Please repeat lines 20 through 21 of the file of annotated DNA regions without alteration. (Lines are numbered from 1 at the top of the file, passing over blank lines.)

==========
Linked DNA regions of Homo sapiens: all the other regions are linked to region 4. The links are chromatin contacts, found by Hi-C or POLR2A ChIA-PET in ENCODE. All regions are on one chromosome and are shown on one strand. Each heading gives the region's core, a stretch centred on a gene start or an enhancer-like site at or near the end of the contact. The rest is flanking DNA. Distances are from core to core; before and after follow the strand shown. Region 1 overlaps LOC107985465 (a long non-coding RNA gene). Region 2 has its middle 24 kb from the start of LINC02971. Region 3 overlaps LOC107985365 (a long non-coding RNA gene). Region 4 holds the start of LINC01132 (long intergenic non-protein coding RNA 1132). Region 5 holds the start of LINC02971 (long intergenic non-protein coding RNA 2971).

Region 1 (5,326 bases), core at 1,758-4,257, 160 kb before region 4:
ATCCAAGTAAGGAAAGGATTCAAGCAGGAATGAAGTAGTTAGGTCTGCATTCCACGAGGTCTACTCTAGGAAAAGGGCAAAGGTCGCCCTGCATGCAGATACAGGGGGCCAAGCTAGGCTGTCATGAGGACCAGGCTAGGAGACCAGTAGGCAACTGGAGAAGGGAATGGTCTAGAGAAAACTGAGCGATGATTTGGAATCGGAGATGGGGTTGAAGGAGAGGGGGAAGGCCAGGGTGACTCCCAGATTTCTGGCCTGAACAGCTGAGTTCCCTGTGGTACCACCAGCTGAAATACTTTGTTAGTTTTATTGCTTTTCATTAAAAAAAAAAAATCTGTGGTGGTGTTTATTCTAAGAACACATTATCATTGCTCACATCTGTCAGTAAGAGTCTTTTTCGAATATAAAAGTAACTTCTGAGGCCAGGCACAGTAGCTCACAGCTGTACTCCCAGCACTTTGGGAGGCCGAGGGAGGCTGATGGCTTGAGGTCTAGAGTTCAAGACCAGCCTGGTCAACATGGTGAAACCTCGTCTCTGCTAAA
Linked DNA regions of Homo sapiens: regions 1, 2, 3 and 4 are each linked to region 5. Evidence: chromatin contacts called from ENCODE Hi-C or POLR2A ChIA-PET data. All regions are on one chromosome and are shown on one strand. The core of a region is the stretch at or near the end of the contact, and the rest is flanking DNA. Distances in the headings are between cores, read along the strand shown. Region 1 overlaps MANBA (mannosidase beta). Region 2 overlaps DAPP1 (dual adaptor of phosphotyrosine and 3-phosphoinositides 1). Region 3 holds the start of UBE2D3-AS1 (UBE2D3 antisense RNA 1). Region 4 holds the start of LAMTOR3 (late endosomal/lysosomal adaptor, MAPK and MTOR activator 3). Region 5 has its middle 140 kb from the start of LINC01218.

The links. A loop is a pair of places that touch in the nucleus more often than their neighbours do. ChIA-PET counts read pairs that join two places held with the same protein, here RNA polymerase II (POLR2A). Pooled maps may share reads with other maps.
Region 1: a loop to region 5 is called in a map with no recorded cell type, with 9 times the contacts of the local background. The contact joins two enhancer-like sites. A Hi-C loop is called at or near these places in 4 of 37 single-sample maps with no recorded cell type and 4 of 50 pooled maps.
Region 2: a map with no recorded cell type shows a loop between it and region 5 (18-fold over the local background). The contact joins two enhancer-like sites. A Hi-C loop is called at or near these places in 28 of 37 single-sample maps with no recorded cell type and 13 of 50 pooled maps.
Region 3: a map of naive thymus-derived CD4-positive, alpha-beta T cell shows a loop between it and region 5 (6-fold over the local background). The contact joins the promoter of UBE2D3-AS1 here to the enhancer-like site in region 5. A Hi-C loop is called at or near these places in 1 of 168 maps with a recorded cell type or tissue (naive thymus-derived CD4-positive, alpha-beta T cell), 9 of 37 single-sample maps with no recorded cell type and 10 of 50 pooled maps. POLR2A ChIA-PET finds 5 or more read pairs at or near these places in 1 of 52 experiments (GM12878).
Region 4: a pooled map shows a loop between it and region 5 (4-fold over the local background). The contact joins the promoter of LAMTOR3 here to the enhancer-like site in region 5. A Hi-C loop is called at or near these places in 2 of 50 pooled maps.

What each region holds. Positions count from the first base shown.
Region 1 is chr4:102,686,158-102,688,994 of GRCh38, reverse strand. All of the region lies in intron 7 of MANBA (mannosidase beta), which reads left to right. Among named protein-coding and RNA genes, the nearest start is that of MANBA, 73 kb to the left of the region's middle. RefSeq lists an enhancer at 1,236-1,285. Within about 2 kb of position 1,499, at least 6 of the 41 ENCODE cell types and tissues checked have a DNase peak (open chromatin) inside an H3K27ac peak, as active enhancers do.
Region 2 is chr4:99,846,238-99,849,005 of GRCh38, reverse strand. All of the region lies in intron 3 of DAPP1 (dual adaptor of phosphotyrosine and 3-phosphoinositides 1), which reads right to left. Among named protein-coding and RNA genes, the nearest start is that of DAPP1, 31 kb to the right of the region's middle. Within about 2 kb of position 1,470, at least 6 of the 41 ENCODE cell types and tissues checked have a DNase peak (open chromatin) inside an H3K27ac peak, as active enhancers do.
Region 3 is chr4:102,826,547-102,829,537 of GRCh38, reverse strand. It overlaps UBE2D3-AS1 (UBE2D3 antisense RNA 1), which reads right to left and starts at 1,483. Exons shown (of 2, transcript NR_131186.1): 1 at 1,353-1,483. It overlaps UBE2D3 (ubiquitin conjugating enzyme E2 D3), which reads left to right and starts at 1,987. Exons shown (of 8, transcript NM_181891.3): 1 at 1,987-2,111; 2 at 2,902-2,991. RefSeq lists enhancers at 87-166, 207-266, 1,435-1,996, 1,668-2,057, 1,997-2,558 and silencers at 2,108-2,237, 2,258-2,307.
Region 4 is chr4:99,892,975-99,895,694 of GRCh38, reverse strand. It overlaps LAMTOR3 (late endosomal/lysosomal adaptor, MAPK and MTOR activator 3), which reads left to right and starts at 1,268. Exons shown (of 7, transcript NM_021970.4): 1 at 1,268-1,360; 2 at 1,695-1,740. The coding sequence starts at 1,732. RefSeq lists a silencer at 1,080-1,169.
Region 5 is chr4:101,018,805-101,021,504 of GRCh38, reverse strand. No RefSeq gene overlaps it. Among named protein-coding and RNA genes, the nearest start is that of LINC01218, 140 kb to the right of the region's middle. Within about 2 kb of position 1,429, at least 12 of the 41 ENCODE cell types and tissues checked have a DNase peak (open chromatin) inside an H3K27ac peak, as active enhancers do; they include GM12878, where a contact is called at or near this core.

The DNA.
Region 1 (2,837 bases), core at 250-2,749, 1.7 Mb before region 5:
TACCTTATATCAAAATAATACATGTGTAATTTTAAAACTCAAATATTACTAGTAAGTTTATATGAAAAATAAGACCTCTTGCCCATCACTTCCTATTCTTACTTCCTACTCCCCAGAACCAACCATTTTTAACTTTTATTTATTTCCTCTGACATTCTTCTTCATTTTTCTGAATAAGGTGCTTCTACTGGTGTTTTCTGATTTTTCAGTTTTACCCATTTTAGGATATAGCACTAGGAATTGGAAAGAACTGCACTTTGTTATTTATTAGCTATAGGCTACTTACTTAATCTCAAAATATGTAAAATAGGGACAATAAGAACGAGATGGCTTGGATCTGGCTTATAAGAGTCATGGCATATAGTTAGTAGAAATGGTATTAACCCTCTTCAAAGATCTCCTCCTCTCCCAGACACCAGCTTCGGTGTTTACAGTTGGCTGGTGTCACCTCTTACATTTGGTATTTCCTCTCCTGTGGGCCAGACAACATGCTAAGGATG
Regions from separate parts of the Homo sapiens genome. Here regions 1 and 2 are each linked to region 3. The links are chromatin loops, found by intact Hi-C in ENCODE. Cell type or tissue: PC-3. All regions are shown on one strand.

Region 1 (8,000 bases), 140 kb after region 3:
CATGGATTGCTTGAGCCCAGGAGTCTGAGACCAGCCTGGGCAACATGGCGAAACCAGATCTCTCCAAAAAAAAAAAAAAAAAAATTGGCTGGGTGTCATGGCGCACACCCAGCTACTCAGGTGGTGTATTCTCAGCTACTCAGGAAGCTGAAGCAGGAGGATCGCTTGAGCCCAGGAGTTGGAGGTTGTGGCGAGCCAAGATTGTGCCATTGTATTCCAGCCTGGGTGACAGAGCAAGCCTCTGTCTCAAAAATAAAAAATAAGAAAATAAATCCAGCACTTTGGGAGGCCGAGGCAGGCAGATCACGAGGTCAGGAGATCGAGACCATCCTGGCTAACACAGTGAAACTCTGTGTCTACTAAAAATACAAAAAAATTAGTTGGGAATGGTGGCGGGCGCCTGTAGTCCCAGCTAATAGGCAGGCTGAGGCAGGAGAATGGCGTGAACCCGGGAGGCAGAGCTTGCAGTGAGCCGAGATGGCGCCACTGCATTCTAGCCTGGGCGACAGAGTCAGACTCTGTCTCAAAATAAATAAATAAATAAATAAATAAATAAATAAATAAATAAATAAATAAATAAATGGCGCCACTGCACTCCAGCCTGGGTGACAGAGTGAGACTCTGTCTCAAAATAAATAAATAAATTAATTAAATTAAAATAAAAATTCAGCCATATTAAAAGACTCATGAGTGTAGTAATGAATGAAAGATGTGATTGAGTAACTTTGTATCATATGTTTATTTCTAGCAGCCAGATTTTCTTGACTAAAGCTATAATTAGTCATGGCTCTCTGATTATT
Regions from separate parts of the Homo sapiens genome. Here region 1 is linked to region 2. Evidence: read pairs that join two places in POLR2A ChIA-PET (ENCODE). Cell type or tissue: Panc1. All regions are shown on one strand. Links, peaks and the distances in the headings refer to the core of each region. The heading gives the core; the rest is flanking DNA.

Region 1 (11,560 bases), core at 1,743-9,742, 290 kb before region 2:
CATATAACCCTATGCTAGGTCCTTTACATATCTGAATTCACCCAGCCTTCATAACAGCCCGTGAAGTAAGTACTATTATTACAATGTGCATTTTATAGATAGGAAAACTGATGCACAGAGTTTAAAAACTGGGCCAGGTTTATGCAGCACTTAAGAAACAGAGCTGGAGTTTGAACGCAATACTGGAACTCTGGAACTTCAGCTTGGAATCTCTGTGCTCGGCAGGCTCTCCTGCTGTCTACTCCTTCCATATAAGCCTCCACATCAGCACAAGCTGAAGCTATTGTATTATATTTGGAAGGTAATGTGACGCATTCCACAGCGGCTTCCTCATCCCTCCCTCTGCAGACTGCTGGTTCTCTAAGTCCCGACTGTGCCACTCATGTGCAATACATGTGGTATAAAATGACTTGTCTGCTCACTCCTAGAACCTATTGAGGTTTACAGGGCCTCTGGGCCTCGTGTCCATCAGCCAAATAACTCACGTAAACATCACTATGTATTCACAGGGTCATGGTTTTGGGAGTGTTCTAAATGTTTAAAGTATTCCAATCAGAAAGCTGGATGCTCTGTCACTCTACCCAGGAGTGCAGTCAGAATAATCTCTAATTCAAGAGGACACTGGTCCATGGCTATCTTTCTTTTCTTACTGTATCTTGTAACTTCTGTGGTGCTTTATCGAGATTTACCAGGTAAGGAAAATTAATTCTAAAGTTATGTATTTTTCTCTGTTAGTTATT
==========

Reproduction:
Region 1 (8,000 bases), 140 kb after region 3:
CATGGATTGCTTGAGCCCAGGAGTCTGAGACCAGCCTGGGCAACATGGCGAAACCAGATCTCTCCAAAAAAAAAAAAAAAAAAATTGGCTGGGTGTCATGGCGCACACCCAGCTACTCAGGTGGTGTATTCTCAGCTACTCAGGAAGCTGAAGCAGGAGGATCGCTTGAGCCCAGGAGTTGGAGGTTGTGGCGAGCCAAGATTGTGCCATTGTATTCCAGCCTGGGTGACAGAGCAAGCCTCTGTCTCAAAAATAAAAAATAAGAAAATAAATCCAGCACTTTGGGAGGCCGAGGCAGGCAGATCACGAGGTCAGGAGATCGAGACCATCCTGGCTAACACAGTGAAACTCTGTGTCTACTAAAAATACAAAAAAATTAGTTGGGAATGGTGGCGGGCGCCTGTAGTCCCAGCTAATAGGCAGGCTGAGGCAGGAGAATGGCGTGAACCCGGGAGGCAGAGCTTGCAGTGAGCCGAGATGGCGCCACTGCATTCTAGCCTGGGCGACAGAGTCAGACTCTGTCTCAAAATAAATAAATAAATAAATAAATAAATAAATAAATAAATAAATAAATAAATAAATGGCGCCACTGCACTCCAGCCTGGGTGACAGAGTGAGACTCTGTCTCAAAATAAATAAATAAATTAATTAAATTAAAATAAAAATTCAGCCATATTAAAAGACTCATGAGTGTAGTAATGAATGAAAGATGTGATTGAGTAACTTTGTATCATATGTTTATTTCTAGCAGCCAGATTTTCTTGACTAAAGCTATAATTAGTCATGGCTCTCTGATTATT